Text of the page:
CHS will build nitrogen fertilizer plant in NDFarmers and North Dakota state officials have long discussed the possibility and benefits of a nitrogen fertilizer plant in the state and on Wednesday, Governor Jack Dalrymple confirmed that those talks have yielded a significant result.
By: Lisa Gibson, Agweek
Farmers and North Dakota state officials have long discussed the possibility and benefits of a nitrogen fertilizer plant in the state and Governor Jack Dalrymple on Wednesday confirmed that those talks have yielded a significant result.
“Today, we’re going to announce with CHS (Cenex Harvest States) Inc. the plans to build a $1.2 billion nitrogen fertilizer plant at Spiritwood in North Dakota,” Dalrymple said. “This is obviously great news for all our farmers in North Dakota.”
The facility will produce 2,200 tons of fertilizer per day, which will be distributed by CHS, a farmer-owned cooperative based in Inver Grove Heights, Minn.
It is scheduled to begin operating in 2016. Because CHS already is in the business of distributing fertilizer, the partnership is a win-win, Dalrymple said.
“They represent so many farmers and so many co-ops in North Dakota,” he added. “These people have interests that are completely aligned with our interests in North Dakota.”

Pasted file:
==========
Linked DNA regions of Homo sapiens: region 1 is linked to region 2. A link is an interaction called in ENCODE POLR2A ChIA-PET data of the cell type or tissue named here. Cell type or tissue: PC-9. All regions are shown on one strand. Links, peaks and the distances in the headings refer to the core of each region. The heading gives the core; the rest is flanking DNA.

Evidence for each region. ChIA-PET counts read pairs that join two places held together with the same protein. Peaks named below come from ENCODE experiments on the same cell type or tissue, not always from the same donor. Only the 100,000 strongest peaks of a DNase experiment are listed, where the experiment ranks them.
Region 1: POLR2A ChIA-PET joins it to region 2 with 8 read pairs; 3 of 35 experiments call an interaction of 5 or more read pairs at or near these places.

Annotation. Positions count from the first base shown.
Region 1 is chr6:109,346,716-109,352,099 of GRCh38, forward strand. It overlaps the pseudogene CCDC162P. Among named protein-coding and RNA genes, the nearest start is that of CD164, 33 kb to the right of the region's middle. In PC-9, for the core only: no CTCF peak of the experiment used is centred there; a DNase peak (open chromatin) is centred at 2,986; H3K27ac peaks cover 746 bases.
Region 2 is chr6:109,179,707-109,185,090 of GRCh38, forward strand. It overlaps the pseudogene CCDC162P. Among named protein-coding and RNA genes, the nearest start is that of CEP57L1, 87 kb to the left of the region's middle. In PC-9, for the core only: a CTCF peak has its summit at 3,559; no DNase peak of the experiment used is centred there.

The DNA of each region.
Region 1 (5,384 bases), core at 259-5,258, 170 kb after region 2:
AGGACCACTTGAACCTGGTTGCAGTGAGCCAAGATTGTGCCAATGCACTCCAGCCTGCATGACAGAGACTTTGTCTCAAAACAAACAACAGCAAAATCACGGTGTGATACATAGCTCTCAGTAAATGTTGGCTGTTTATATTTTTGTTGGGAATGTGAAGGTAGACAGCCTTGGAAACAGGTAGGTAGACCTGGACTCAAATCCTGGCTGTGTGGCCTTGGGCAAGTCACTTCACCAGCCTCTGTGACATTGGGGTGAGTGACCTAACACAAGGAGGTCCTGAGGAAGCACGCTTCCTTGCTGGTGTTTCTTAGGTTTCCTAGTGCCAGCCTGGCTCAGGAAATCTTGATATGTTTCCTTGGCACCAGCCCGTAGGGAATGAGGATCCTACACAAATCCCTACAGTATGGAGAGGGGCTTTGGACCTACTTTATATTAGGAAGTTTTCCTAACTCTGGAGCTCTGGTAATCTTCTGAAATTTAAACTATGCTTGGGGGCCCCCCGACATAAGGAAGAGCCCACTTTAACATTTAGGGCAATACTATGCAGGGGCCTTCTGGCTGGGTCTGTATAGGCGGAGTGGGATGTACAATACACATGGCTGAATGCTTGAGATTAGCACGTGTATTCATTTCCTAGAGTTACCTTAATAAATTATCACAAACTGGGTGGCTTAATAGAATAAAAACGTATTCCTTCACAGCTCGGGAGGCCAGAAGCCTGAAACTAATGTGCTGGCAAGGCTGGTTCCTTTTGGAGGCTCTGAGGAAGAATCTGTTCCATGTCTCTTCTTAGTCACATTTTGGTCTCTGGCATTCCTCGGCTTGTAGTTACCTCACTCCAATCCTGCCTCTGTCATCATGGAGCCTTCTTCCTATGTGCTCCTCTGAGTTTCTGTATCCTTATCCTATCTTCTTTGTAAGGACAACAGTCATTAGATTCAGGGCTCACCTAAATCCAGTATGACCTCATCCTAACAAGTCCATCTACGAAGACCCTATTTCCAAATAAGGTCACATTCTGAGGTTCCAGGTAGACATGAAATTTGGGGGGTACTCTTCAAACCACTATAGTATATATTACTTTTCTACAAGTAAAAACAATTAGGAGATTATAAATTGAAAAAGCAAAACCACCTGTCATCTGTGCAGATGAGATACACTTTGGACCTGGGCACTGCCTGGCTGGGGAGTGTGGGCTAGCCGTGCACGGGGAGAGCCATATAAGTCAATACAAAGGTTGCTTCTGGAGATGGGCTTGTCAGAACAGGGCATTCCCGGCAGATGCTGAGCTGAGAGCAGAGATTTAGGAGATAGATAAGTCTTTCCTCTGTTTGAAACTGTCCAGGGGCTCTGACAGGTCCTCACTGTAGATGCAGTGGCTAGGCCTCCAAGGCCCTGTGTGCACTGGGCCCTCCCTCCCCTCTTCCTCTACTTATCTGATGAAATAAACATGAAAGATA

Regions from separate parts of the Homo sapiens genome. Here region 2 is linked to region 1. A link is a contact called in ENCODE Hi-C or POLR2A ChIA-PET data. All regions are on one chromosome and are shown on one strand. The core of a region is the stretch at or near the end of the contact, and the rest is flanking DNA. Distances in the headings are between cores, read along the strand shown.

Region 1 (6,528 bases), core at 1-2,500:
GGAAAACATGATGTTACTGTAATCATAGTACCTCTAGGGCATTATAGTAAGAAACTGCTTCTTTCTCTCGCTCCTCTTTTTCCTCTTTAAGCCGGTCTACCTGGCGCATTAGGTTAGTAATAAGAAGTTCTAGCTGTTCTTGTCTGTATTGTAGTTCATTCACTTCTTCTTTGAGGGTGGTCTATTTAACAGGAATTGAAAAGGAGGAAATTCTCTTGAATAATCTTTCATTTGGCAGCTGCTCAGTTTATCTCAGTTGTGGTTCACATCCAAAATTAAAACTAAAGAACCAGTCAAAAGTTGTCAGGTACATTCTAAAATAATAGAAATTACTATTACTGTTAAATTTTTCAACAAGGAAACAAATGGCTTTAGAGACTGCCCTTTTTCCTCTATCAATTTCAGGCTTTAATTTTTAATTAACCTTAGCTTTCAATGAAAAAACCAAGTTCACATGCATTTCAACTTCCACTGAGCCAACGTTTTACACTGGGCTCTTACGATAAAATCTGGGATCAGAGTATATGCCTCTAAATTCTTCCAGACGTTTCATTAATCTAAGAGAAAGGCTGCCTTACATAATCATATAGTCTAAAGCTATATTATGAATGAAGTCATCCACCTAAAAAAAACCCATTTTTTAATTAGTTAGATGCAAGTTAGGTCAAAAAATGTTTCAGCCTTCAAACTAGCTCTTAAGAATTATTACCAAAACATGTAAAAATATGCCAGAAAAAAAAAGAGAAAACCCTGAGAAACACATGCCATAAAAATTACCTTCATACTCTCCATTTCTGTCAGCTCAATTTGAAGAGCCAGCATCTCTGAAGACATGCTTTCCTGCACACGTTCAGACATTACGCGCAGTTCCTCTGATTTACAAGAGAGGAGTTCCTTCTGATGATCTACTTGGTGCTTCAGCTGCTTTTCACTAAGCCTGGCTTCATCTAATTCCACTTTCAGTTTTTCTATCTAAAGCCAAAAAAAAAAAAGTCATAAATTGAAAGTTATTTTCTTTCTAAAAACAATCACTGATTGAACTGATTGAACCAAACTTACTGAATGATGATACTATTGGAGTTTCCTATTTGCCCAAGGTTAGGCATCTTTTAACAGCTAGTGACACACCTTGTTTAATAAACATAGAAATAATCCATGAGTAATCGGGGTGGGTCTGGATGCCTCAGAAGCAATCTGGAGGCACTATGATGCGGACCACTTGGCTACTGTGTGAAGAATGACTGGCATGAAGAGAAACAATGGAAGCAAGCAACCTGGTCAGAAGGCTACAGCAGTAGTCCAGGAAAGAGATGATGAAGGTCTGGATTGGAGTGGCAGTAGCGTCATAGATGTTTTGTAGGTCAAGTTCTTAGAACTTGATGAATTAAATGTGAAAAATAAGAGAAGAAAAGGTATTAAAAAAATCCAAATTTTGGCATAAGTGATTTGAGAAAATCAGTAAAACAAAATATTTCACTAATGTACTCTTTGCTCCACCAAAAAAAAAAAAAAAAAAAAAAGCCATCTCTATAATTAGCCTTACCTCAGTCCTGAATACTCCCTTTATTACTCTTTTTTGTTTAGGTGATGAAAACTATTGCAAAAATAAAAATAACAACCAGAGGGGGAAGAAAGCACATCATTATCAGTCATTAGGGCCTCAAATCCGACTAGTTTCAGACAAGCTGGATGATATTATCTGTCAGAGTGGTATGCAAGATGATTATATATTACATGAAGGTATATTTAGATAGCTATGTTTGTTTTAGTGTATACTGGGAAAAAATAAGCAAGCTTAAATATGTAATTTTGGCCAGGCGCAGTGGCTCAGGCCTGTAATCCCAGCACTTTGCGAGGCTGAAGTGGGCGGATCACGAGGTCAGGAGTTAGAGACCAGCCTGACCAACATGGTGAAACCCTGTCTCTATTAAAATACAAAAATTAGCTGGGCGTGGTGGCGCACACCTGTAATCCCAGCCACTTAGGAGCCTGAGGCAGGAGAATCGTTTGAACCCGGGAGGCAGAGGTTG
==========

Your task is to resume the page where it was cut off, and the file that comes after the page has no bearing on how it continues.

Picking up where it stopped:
The new plant will mean North Dakota farmers can get their fertilizer in-state, instead of relying on outside suppliers.
In the making
Dalrymple said his office has been working to help develop a nitrogen fertilizer plant in North Dakota for some time. It doesn’t take a genius, he said, to figure out that the concept is a valuable one, in light of the amount of nitrogen gas available in the state. Much of that gas is flared off and wasted.
“There’s potential there for some profit to be had,” he said.
The case, he added, is a compelling one.
N-Flex LLC, based in New York, also recently expressed interest in using North Dakota’s available natural gas resource, asking the North Dakota Industrial Commission for $1 million to develop mobile natural gas fertilizer plants in the state. The commission requested more information about the system at its August meeting and might discuss the prospect further, if N-Flex provides the required information.
The CHS fertilizer plant will create even more jobs in North Dakota, which already carries the distinction of having the nation’s lowest unemployment rate. Initially, the plant will create between 100 and 120 jobs, at its location alone.
Dalrymple attributes the state’s low unemployment rate to a number of factors, including its friendly business climate and a state government that doesn’t often interfere.